I thought it might be helpful to do a brief post as a starting point for astrophotography (i.e. pictures of the night sky).
It’s a huge topic and you can spend thousands on equipment such as telescopes, specialist cameras and more… but what if you want to start out with the camera you’ve already got, and nothing more?
Why it’s hard to do…
During the day, you can take a picture easily. You press the button, it’s done. Taking pictures of the night sky is a lot harder though. This is because to get a good picture, your camera needs lots of light. The night sky, by its very nature, is pretty dark though. Most cameras will offer a “bulb” setting where the shutter can be left open for long periods of time but that trick is no use either, because the night sky has another annoying habit- it moves. And surprisingly quickly! That’s fine if you want to shoot star-trails, but not if you want sharp pinpoint stars. Because of this, we need the camera set up in a particular way to stand a chance of success, which means using the manual settings.
Your location & time of year:
If your primary aim is to capture the stars, then you ideally want a dark location out in the countryside. In a town or city, the stars are drowned out by light pollution so that only the brightest are visible. The darker the location, the more stars you’ll pick up.
The time of year also matters- in the northern hemisphere, the Milky Way is most visible in the summer months, but this combines with it not getting dark enough until very late (or ever, depending on how far north you are). The winter is much darker, but you’ll not be able to image the milky way as it’ll be below the horizon – instead, concentrate on popular constellations, such as Orion.
The lens aperture:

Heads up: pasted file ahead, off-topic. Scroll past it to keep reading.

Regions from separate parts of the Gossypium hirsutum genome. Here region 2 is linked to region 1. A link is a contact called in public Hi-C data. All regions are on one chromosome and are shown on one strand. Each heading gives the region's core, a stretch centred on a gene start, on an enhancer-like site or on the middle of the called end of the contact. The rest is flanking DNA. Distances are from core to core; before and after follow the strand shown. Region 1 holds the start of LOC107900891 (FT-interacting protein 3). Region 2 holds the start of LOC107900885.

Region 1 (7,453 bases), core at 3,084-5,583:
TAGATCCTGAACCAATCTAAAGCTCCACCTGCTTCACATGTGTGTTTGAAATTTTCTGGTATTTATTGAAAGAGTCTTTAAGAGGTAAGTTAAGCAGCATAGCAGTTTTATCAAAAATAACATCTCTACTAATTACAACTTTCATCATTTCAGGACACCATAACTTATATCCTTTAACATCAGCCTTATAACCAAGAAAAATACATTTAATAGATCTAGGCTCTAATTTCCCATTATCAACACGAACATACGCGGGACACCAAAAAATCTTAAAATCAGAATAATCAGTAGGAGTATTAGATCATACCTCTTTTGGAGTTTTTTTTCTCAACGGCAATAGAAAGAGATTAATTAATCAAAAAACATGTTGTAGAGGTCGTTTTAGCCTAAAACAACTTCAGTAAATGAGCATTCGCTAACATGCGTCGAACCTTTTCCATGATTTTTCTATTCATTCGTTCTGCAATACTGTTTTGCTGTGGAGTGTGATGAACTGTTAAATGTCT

We want to get as much light into the camera as possible. This generally means opening the lens up to it’s widest setting (the smallest “F” number). On a kit lens such as an 18-55, this might be something like F/3.5. On a “nifty fifty” you might have F/1.8.
The shutter speed:
This is a little more complicated. Because the stars move, we want our shutter speed fast enough so that the stars don’t appear to move in the final image, but long enough so that we gather a useful amount of light. To complicate matters further, this ideal speed varies with the length of lens used. This is because a wider angle lens covers a bigger portion of the sky, therefore the apparent movement of the stars over any given time is much smaller. Luckily, there’s a useful formula known as the 500 rule to work this out- simply divide 500 by the focal length of your lens, and use it as a starting point.
For example: an 18mm lens would give 500/18 = 27.7 seconds. On most cameras you’d pick 25 seconds as the nearest setting available. A 50mm lens on the other hand would give 500/50 = 10 seconds. You will want to review your images still, as the size of sensor in your camera, and the part of the sky you’re pointing at will both affect the apparent movement of the stars too, but the 500 rule is a good starting point.